according to ATTOM data. Ohio homes flipped in 2016 were purchased by the home flipper at an average 44 percent discount below estimated “after repair” market value, compared to an average 26 percent discount nationwide. “We have a lot of flipping going on here and it’s mostly been positive,” said Watercutter, adding that typically neither the home seller nor homebuyer have the
According to Watercutter, home flippers are simply taking advantage of creating like-new inventory of homes that are move-in and rent-ready in a market without many new homes being built. “New home construction almost completely stopped several years ago and it just recently started. There is a lack of new move-up inventory to buy,” he said, adding that some of the other good- condition inventory in Ohio is locked up because of the relatively high share of homeowners still underwater. “Some owners have not seen the value come back to where it needs to be where they can sell … and so they are still not able to sell due to those circumstances.”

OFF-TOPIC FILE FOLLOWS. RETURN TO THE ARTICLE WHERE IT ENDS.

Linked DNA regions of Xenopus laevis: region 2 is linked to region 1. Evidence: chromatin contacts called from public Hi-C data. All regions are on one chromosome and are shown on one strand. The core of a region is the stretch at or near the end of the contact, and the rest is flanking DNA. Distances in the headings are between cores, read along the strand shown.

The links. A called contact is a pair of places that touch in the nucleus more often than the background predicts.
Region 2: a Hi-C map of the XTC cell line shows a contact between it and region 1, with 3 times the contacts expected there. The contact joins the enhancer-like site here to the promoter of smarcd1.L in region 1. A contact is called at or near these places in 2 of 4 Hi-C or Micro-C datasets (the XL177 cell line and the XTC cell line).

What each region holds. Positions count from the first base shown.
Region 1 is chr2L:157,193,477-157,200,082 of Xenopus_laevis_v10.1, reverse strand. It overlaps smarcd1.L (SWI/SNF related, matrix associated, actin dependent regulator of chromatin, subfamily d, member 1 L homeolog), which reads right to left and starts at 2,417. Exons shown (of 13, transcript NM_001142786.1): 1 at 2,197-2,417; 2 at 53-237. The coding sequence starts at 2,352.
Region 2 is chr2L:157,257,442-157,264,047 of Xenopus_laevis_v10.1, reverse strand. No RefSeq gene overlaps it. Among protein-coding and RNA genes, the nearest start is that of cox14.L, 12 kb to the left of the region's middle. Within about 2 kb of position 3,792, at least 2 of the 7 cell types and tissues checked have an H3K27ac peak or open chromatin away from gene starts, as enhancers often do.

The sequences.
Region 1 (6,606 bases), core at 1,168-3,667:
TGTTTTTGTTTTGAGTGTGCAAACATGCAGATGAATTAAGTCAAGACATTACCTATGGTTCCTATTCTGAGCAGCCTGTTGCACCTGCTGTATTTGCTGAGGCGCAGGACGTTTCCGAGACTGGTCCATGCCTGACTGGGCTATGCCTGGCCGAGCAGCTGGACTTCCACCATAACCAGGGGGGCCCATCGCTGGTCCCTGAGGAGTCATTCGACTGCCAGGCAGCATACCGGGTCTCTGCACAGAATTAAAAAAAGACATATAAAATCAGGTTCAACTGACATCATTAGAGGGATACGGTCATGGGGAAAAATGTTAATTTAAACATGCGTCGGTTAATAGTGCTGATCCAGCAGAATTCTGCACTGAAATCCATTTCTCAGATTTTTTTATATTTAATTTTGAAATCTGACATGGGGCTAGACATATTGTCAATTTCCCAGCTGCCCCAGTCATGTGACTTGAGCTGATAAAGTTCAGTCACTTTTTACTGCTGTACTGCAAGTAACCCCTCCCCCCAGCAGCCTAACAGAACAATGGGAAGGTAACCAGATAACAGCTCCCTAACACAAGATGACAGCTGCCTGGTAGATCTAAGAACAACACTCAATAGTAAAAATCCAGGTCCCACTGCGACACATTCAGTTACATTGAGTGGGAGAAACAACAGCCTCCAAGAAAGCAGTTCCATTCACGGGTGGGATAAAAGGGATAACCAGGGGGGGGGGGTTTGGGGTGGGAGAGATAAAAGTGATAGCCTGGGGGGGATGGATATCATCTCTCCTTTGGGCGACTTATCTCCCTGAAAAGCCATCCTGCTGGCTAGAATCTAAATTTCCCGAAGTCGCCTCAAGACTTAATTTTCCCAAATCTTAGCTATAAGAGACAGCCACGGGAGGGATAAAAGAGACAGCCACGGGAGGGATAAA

resources and time to perform the type of rehab needed to get homes in condition to sell at or above full market value. The downside of flipping, Watercutter noted, is that it removes potential wealth from the original homeowner. “Really does take wealth out of people’s pockets. Takes it out of the pocket of the homeowner and puts it in the pocket of the flipper,” he said.
We have a lot of flipping going on here and it’s mostly been positive. … Really does take wealth out of people’s pockets. Takes it out of the pocket of the homeowner and puts it in the pocket of the flipper.”
Matthew Watercutter Broker of record and senior regional vice president, HER Realtors, Columbus, Ohio
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